Here we’ve highlighted five examples where we believe strongly there’s more behind the promotional story. That’s because a new kind of consumerism is being pushed focused on circularity. In all of these announcements, the big focus is on recycled materials, with innovations ranging from an entire shoe made from one single material, to reducing the impact of water, energy and waste, as well as removing plastic bottles from landfills and the oceans.

Arguably none of these are simple in their execution, which is what makes them worth paying attention to as we celebrate this year’s Earth Day.

Adidas
Adidas Futurecraft Loop
Adidas Futurecraft Loop

Adidas presented the “Futurecraft Loop” sneaker, a running shoe made from one single material: 100% recyclable virgin synthetics. This compares to the usual running shoe where 12-15 different materials would be utilized, meaning the same number of recycling techniques would be needed. Here, what we’re looking at by comparison is simplicity when it comes to moving towards a circular economy (hence the use of the word “loop”), because the entire shoe can be recycled in one single process.

When customers return a pair to Adidas, the shoe will be broken down and reused to create new performance running sneakers. The Futurecraft Loop took almost six years to develop, and is set to be released in spring/summer 2021.

Ralph Lauren

Ralph Lauren Earth Polo
Ralph Lauren Earth Polo

Ralph Lauren launched a version of its iconic polo made from recycled plastic bottles and dyed with a zero-water process. Each “Earth Polo” takes an average of 12 bottles to create, it said. In addition, Ralph Lauren has committed to removing at least 170 million bottles from landfills and oceans by 2025.

Everlane

Tread by Everlane
Tread by Everlane

Everlane announced it will launch a new sneaker called “Tread by Everlane”. Rolling out on April 25, the shoe is made of recycled polyester laces and lining. Its soles are a combination of natural and recycled rubber for a sole that’s 94.2% free of virgin plastic, in contrast with the average sneaker sole made almost entirely of plastic.

Everlane’s sneakers are also carbon-neutral. The brand partnered with a third-party firm to calculate the emissions and says it is working with NativeEnergy to support its goal of offsetting 100% of the carbon emissions from its production.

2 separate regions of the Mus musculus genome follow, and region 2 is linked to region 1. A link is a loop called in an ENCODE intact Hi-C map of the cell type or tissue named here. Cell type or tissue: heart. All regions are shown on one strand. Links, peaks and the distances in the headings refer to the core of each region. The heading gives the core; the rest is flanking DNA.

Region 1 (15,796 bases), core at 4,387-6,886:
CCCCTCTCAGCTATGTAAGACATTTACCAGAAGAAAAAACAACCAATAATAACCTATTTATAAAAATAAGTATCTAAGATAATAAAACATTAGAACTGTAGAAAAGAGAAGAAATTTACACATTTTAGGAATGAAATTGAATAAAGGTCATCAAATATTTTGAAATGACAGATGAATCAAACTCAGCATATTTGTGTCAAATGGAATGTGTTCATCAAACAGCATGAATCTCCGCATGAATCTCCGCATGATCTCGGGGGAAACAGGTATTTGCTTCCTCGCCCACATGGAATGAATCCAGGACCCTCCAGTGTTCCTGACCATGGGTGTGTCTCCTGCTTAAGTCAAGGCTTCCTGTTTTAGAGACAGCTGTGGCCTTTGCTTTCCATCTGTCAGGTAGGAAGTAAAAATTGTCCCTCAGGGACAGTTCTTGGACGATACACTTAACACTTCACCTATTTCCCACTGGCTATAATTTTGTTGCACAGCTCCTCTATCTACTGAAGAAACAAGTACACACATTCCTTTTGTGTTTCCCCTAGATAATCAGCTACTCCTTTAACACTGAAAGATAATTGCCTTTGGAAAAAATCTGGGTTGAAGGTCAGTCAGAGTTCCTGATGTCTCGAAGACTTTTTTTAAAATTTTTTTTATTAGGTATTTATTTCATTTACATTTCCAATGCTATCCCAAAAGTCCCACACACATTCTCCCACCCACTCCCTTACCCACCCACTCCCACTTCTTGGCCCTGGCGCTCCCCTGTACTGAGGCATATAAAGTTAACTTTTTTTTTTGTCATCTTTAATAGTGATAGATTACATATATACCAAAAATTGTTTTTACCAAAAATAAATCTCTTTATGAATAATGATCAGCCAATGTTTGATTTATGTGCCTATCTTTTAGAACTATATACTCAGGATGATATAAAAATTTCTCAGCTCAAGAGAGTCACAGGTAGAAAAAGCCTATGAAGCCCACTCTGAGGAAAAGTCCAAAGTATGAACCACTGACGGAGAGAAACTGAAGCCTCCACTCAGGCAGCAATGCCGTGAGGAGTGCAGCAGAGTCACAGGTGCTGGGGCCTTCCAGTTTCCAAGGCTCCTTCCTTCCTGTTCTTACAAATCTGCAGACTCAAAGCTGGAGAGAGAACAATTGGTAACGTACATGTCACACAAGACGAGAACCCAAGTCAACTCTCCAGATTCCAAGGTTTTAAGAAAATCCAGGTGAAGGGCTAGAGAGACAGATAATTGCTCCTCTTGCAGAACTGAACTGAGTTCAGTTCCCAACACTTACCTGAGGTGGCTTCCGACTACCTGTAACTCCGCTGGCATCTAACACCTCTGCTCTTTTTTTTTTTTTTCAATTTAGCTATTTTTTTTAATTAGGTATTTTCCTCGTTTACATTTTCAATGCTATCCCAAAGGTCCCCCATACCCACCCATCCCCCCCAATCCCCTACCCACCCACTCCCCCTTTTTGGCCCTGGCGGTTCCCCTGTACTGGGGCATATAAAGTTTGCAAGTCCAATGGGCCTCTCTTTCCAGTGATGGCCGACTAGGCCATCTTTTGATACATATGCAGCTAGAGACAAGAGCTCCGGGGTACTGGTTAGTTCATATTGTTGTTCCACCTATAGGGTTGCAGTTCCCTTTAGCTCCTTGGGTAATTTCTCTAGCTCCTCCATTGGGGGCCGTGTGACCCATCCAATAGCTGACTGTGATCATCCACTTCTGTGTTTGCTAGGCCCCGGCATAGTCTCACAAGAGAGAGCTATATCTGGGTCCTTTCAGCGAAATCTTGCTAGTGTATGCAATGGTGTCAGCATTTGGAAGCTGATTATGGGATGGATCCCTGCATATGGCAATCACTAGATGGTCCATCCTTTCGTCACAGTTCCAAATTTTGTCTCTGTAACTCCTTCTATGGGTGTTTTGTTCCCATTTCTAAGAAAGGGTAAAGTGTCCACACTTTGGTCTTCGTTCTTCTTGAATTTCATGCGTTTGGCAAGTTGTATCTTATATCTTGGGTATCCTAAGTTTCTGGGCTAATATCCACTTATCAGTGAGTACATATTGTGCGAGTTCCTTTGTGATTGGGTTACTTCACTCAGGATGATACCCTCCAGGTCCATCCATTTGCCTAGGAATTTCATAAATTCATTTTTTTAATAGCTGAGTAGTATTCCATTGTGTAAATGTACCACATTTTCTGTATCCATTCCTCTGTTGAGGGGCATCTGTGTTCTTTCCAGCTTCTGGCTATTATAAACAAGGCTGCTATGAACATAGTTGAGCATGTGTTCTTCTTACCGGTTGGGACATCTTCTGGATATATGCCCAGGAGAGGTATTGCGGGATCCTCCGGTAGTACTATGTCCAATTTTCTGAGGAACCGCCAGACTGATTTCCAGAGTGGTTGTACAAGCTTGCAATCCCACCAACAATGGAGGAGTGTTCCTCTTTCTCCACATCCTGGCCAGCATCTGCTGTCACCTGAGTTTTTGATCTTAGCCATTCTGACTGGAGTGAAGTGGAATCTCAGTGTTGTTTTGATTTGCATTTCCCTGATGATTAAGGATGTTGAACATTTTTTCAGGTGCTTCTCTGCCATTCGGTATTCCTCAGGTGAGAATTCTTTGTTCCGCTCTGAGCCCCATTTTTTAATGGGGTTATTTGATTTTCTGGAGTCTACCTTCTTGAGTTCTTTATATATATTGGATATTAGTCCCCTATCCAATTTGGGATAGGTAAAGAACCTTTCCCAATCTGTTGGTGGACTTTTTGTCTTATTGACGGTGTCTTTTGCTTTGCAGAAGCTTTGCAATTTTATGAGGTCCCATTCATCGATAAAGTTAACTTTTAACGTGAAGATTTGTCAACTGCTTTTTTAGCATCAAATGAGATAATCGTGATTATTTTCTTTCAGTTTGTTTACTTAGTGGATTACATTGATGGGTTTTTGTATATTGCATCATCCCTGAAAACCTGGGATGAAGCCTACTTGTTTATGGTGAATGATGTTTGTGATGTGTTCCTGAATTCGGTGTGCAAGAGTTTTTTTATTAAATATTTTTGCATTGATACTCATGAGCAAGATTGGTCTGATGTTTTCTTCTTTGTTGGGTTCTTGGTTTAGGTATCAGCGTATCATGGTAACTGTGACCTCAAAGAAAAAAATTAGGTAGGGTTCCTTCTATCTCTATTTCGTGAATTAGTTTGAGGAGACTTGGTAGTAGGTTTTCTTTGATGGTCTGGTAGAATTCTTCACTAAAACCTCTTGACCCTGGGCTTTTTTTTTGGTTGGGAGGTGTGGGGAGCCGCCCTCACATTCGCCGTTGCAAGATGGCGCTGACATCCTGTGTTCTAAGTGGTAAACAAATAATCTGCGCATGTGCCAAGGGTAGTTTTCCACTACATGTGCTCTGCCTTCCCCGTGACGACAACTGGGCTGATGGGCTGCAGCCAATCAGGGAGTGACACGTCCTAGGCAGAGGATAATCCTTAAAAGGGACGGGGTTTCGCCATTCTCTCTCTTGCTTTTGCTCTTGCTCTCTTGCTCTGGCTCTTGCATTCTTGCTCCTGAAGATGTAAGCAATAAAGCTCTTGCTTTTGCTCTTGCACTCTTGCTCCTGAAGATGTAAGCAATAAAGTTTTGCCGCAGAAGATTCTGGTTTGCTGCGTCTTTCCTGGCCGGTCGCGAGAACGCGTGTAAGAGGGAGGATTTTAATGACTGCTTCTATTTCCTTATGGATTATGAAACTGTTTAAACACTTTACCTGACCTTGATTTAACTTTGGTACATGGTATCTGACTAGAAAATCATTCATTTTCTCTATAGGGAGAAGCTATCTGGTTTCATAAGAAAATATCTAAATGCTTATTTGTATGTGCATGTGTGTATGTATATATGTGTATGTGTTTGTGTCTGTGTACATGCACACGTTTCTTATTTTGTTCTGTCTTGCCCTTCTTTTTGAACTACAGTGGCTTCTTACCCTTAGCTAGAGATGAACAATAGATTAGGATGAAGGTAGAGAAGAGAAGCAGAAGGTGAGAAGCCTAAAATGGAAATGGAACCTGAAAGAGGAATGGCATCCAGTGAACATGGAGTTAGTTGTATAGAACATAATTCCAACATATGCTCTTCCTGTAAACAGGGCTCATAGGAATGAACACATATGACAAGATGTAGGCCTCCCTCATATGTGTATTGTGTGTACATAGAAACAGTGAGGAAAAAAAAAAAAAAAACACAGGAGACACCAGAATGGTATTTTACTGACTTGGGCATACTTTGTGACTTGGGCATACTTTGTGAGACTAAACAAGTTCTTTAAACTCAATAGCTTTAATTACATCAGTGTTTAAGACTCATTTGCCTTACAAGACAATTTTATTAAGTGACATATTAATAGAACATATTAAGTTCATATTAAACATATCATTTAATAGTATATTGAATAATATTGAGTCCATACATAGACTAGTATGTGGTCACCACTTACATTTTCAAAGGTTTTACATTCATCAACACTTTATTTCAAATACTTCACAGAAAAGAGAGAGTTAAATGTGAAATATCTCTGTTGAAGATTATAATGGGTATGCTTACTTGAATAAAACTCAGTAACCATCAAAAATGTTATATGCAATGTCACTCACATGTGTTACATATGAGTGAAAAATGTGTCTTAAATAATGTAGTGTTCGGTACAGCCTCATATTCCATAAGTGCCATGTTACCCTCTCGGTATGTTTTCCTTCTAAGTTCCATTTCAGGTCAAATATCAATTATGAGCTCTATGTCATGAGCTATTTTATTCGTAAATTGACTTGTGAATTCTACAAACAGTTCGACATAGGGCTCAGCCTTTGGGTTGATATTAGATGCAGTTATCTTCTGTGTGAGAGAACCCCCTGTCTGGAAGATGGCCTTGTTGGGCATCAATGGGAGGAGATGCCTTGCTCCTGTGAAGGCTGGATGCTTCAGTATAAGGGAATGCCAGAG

Nike

Nike Earth Day
Nike Earth Day

Nike announced a new sustainable collection called the “Earth Day” pack, which includes new releases of the Nike Air Force 1, Cortez, and Blazer Low sneaker using Nike Flyleather, a material made with 50% recycled natural leather fiber. Flyleather, which was first introduced fully to market in late 2018, uses less water and has a lower carbon footprint than traditional leather manufacturing. It’s also makes use of a more efficient process, resulting in less waste. Each of the new shows released in this collection also feature special Earth Day designs by artist Steve Harrington. The graphics show the planet Earth being hugged, carried or “warming” due to exercise.

Nike has further announced it will have more sustainable designs coming out this year. In the summer, it will launch the new VaporMax 2 “Random”, constructed from excess FlyKnit yarn that would have ended up in a landfill.

Allbirds

Allbirds Protect Our Species
Allbirds Protect Our Species

Sustainable footwear brand Allbirds also released a limited edition sneaker line for Earth Day. Dubbed “Protect Our Species”, it comes in five new colors in honor of climate-endangered birds. Each pair costs $95, and all income from the collection will be donated to the Audubon Society bird conservation organization.

Allbirds is already known for creating sneakers from renewable materials like eucalyptus, sugar and wool, and for continuing to push the sustainability agenda in fashion. For Earth Day, it also committed to going carbon neutral in 2019, placing a tax upon itself. This means for every tonne of carbon it emits, it will pay to then take it out of the atmosphere again.

How are you thinking about innovation? We’re all about finding you the perfect partners to do so. The Current Global is a consultancy transforming how fashion, beauty and consumer retail brands intersect with technology. We deliver innovative integrations and experiences, powered by a network of top technologies and startups. Get in touch to learn more.

Categories
Editor's pick sustainability

The North Face to shut stores on Earth Day and encourage exploration